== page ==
bartleby
search
close search
Hit Return to see all results
close solutoin list

Chapter 16, Problem 16.86QP

FindFindarrow_forward

CHEMISTRY: ATOMS FIRST VOL 1 W/CON...

14th Edition
Burdge
ISBN: 9781259327933

Solutions

Chapter
Section
FindFindarrow_forward

CHEMISTRY: ATOMS FIRST VOL 1 W/CON...

14th Edition
Burdge
ISBN: 9781259327933
Interpretation Introduction

Interpretation:

The pH of a 0.25 M aqueous solution H3PO4 has to be calculated.

Concept Information:

Acid ionization constant Ka :

Acids ionize in water. Strong acids ionize completely whereas weak acids ionize to some limited extent.

The degree to which a weak acid ionizes depends on the concentration of the acid and the equilibrium constant for the ionization.

The ionization of a weak acid HA can be given as follows,

HA(aq)H+(aq)+A-(aq)

The equilibrium expression for the above reaction is given below.

Ka=[H+][A-][HA]

Where,

Ka is acid ionization constant,

[H+]   is concentration of hydrogen ion

[A-]   is concentration of acid anion

[HA] is concentration of the acid

pH definition:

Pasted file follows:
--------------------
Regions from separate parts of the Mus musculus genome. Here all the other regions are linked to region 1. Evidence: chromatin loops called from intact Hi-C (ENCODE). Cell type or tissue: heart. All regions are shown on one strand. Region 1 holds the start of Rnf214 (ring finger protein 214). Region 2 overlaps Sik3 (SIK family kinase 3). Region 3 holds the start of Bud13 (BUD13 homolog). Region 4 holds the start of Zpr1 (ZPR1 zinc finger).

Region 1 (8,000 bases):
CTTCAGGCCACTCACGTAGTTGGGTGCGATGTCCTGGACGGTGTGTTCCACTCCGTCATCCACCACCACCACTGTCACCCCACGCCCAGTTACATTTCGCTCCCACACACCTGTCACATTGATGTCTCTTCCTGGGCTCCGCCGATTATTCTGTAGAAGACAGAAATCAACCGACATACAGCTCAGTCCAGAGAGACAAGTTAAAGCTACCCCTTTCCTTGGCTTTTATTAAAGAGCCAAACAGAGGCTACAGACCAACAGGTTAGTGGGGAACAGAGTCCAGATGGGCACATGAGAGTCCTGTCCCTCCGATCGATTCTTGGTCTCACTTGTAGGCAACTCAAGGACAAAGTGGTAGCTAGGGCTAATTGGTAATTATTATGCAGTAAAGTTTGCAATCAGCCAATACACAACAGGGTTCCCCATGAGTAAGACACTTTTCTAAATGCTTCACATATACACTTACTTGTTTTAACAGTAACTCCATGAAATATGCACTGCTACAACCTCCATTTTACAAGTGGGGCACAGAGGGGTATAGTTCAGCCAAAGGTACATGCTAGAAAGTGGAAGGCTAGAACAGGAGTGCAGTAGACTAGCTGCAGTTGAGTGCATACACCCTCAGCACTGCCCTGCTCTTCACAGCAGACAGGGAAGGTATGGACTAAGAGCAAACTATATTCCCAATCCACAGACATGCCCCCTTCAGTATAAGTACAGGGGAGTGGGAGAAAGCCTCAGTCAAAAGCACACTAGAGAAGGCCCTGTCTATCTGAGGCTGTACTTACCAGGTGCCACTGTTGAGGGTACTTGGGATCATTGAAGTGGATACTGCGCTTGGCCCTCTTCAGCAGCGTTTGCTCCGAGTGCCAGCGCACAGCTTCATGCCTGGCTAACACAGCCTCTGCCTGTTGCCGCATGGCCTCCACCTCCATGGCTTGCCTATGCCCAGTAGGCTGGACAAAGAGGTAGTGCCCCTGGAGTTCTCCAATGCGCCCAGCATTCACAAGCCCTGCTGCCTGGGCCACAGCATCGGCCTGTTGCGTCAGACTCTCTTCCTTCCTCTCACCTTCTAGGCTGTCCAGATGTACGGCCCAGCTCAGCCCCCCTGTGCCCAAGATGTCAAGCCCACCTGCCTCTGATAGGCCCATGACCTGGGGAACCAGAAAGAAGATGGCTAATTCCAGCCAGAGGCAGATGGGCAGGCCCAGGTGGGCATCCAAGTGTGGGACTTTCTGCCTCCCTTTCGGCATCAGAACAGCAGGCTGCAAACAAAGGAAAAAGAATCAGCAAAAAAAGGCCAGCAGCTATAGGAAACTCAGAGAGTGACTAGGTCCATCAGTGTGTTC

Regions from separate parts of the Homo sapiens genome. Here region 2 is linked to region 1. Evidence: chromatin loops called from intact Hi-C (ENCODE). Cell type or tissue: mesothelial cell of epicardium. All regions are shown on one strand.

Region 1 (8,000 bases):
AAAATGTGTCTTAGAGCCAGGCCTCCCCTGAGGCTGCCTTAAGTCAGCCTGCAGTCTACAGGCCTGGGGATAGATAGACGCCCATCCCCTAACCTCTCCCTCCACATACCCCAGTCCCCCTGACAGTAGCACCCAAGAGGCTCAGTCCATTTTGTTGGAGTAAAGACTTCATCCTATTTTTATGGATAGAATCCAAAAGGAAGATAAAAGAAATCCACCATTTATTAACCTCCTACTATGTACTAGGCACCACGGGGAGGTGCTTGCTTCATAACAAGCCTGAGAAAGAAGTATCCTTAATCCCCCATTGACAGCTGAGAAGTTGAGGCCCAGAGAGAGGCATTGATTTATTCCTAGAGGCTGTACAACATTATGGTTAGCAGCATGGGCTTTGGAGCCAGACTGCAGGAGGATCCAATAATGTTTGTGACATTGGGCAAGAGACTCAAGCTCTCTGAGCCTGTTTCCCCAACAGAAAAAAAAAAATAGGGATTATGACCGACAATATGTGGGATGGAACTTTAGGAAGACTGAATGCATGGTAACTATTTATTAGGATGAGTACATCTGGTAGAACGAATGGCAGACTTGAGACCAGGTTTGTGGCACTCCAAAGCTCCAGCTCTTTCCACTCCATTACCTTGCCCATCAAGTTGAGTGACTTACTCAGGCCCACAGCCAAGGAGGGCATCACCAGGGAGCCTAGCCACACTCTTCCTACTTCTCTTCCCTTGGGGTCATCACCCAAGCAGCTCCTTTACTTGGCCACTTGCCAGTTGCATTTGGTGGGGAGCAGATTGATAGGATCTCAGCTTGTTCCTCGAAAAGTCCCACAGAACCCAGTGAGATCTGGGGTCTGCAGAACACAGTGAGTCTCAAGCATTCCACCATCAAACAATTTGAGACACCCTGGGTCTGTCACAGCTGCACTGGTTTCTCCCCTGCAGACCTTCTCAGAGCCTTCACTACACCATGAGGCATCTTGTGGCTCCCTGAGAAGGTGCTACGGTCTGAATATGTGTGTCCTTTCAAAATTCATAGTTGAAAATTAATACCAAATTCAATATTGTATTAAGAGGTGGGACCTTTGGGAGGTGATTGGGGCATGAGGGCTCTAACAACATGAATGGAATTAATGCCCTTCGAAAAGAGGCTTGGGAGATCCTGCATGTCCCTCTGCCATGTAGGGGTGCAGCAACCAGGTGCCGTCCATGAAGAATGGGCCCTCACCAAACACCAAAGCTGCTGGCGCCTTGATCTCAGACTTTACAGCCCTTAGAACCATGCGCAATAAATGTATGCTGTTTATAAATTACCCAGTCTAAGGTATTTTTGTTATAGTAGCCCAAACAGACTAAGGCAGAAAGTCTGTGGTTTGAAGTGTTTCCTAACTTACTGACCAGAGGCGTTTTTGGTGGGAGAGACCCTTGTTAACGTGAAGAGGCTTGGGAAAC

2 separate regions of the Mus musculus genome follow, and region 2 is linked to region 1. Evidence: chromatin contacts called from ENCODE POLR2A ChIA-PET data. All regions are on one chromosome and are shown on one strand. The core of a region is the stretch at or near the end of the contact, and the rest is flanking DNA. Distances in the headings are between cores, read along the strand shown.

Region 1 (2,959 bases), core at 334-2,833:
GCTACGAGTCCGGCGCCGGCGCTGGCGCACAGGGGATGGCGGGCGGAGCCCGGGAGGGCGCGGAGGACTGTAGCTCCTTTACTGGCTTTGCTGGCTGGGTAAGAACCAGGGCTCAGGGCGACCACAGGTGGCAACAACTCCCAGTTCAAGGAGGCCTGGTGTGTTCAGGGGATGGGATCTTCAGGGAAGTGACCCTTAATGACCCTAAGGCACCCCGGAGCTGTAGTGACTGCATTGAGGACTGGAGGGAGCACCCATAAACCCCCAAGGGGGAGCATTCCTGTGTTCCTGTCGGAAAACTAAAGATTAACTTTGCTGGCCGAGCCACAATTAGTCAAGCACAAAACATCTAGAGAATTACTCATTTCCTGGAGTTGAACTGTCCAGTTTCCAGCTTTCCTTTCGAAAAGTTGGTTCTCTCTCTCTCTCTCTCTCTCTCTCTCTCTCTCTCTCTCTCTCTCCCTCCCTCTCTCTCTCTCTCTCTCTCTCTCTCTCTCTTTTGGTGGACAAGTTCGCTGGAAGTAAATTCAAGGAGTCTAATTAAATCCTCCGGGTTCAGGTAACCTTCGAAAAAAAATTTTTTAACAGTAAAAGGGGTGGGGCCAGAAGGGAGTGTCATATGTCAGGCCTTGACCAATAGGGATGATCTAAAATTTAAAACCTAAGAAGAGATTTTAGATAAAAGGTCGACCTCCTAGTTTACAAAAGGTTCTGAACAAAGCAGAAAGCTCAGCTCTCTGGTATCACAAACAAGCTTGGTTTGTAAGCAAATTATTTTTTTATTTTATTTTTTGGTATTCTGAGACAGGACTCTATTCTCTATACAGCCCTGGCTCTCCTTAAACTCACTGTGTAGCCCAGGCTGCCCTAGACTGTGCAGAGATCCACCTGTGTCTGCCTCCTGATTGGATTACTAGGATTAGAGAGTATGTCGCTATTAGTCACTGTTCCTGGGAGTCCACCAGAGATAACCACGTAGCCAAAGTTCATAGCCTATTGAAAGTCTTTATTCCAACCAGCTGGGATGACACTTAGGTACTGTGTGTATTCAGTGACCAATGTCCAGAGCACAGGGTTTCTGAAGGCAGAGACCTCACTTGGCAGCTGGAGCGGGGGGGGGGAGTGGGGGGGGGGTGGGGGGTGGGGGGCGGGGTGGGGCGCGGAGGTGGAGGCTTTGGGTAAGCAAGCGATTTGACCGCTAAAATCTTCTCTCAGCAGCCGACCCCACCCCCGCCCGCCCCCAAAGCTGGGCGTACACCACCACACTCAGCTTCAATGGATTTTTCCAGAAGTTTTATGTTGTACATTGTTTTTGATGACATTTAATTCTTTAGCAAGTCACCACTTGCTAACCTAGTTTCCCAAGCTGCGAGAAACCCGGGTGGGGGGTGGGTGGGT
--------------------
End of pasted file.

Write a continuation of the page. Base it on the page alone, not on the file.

The concentration of hydrogen ion is measured using pH scale.  The acidity of aqueous solution is expressed by pH scale.

The pH of a solution is defined as the negative base-10 logarithm of the hydrogen or hydronium ion concentration.

pH=-log[H3O+]

Diprotic and polyprotic acids:

Acids having two or more hydrogen atoms are termed as diprotic or polyprotic acids.  These acids lose one proton at a time by undergoing successive ionizations.

For diprotic acids, the successive ionization constants are designated as Ka1andKa2

For triprotic acids, the successive ionization constants are designated as Ka1,Ka2andKa3

To Calculate: The pH of a 0.25 M aqueous solution H3PO4

Still sussing out bartleby?

Check out a sample textbook solution.

See a sample solution

The Answers to Your Study Problems

Solve them all with bartleby. Boost your grades with guidance from subject experts covering thousands of textbooks. All for just $9.99/month

Get As ASAP